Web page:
The next room listed is the 'Glass-room', now this is intriguing ... if you look again at the map snip there's a little square of hatching (denoting a glass roof) to the right of the courtyard, like a conservatory!  This room contains six wooden seated chairs and a round oak table, a large deal settle, a tin fender (not as posh as the brass one at the front then) and a drugget.  I had to look that up, it's a kind of rough material used as a rug ... I wonder why there's a rug mentioned in here and not in the other rooms?  Maybe the floor is cold!

The kitchen contains everything you might expect, and some you might find surprising.  How about an Ale-warmer or two jappaned cheese tins? There are cooking tins, dripping pans, a coffee mill and a frying pan, and (why don't we still have these?) a boot jack!

This pub brews on a much larger scale than the Coach & Horses, there's a dedicated brew-house containing a copper, mash tubs, a ginger beer tub (yes, ginger beer was definitely alcoholic in those days), buckets, shovels, a barrel-washer-tub and a barm trough (that's for the yeast).  There's less stock in trade in the Turf, but that's probably because this inventory was taken, not when the landlord had died, but on the transfer of the pub from one man to another.  William Hall is handing over to Joseph Overend who remains in the pub until 1863 according to the information in Barnsley Streets vol 1

There's so much more I could do with this information, I need to find the pubs on the census and find out if the landlords had families or live in staff.  How old were they, did they have second jobs?  I'm really getting a picture of what pubs in Barnsley were like 170 years ago.

This really is a lot of fun ... well it is for me, I'm combining my two favourite hobbies, history and beer.  Wonderful!

Monday, 16 September 2013

Maritime Monday - The Sunderland Hutton Family - a Seafaring Dynasty

I haven't visited my Sunderland Hutton Mariner ancestors for a while, but today while trying to work out how Pinterest works (it won't pin a page where it can't find an image) I 'followed' Geneablogger's Maritime Monday board.  I think it might be fairly new, as there are only twelve posts pinned to it as of today, so I thought I might help out!

Back in January I posted an edited family tree snip that showed the sailors in my Sunderland Hutton family, all descendants of Robert Hutton (1772-1840) the ropemaker and my 4x great grandfather, and his wife Ann (maiden name Elstob).  He had a total of his seventeen grandsons, two die in infancy and of the eight sailor grandsons shown on the diagram below, five die at sea.  Since posting this diagram I have found out more about some of the men featured.
The ancestors highlighted in blue became sailors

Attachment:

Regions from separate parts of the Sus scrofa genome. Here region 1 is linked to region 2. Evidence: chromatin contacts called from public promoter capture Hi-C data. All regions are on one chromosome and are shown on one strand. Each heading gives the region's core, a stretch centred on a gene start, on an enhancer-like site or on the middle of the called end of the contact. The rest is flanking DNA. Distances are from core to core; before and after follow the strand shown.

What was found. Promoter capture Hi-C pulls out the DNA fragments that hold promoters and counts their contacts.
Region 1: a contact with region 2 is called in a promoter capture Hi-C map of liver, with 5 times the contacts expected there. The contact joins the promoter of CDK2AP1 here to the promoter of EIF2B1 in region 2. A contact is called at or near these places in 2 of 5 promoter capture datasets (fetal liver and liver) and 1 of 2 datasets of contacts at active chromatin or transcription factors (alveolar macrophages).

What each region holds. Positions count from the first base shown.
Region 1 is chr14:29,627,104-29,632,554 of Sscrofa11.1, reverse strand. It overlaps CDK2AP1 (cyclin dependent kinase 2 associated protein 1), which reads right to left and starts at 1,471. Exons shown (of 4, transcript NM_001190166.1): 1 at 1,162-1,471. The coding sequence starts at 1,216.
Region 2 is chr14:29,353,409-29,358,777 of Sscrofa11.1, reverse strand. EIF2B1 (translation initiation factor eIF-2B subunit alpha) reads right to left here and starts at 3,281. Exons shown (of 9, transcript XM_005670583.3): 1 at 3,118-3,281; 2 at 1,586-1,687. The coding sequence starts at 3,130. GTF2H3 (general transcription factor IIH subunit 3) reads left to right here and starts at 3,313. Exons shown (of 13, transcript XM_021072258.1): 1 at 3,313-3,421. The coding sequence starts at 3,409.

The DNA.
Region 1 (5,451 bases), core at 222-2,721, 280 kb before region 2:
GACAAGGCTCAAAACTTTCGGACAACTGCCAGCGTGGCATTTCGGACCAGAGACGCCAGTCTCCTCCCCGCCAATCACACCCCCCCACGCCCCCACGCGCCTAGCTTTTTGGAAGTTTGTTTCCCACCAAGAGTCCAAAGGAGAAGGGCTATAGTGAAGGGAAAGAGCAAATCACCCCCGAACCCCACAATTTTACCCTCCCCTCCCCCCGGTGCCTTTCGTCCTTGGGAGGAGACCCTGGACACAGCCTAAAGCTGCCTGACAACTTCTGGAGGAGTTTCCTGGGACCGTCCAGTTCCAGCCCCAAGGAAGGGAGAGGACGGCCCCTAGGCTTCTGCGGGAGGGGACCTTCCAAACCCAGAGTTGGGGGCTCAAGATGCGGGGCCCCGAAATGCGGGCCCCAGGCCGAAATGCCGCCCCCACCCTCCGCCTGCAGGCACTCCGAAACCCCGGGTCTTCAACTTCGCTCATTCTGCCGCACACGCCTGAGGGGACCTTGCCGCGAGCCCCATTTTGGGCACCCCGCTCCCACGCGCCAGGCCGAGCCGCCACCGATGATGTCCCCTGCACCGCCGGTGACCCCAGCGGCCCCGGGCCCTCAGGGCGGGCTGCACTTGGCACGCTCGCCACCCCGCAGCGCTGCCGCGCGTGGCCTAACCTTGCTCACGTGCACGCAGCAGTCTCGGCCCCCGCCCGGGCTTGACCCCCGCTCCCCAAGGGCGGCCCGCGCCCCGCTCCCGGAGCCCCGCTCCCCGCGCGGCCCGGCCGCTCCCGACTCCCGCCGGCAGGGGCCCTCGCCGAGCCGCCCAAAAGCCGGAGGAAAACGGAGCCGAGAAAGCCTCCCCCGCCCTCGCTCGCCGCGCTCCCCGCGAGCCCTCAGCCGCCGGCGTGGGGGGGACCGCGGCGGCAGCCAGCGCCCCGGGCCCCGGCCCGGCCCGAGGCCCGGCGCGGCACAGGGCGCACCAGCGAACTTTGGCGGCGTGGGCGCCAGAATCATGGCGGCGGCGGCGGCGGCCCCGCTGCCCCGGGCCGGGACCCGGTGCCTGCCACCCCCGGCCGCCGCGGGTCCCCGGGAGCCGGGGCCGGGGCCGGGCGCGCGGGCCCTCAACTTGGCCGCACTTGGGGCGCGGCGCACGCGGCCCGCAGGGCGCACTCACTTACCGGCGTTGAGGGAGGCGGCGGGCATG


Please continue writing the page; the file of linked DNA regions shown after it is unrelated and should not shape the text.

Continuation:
I've written about Robert Elstob Hutton (1804-1858), Robert the ropemaker's eldest son, he moved to Hartlepool and after twenty years at sea retired to the shore as a ship owner.  Two of his sons go to sea, and thanks to Billion Graves I now know that Robert (1829-1857) his eldest son, died in Havana, Cuba.  Thomas Wilson Hutton (1844-1916) his sixth son, appears to lead a fairly uneventful life as a sailor dying in South Shields unmarried leaving just £200 in in his will and although £200 in 1916 would have been worth about £8,500 in today's money that's barely enough to buy a small car so it doesn't suggest he became a ship owner like his father.  One of Robert Elstob's sons runs off with the money from the Insurance Company he worked for, and the other four (yes he had seven(!) sons) appear to take admin jobs keeping well away from the sea.

Robert Elstob Hutton's grave in Hartlepool, also
commemorating his eldest son who died in Havana aged 27

Frederick Elstob Hutton (1808-1882) is my bigamist ancestor, he apparently abandons his Sunderland family for the 'other woman' and his boys all go to sea from a very early age to earn their living.  One lad, Thomas Mordey Hutton, is particularly unlucky, he is shipwrecked twice.  Another dies at sea aged only fourteen years old.  My own great great grandfather, William Satchell Hutton has been the subject of at least three blog posts, his early years, his homes and his later life.  His sons do not go to sea, my own great grandfather is apprenticed to the Co-op as a Grocer.  I could actually now add another man to the diagram above, Fred's youngest son Charles Reuben Hutton whom I have now confirmed was also a mariner for a while.  Fred has two further sons by his 'second' wife - one dies young and the other becomes a Painter and Plumber. 

I have not yet touched upon the descendants of Robert the ropemaker's middle son, John Reuben Hutton.  In a complete change of direction he became a solicitor in Sunderland. He has three sons, one dies young but the other two both go to sea.  I find it odd that the sons of a respectable middle class professional like John Reuben Hutton leave home at an early age and go to sea ... did they not get on with their father?  Were they bored with school work and studies and wanted the more exciting life of a sailor?  It's an interesting question.

Thomas Nesbitt Hutton's Seaman's Ticket recording his death at sea (from Find My Past)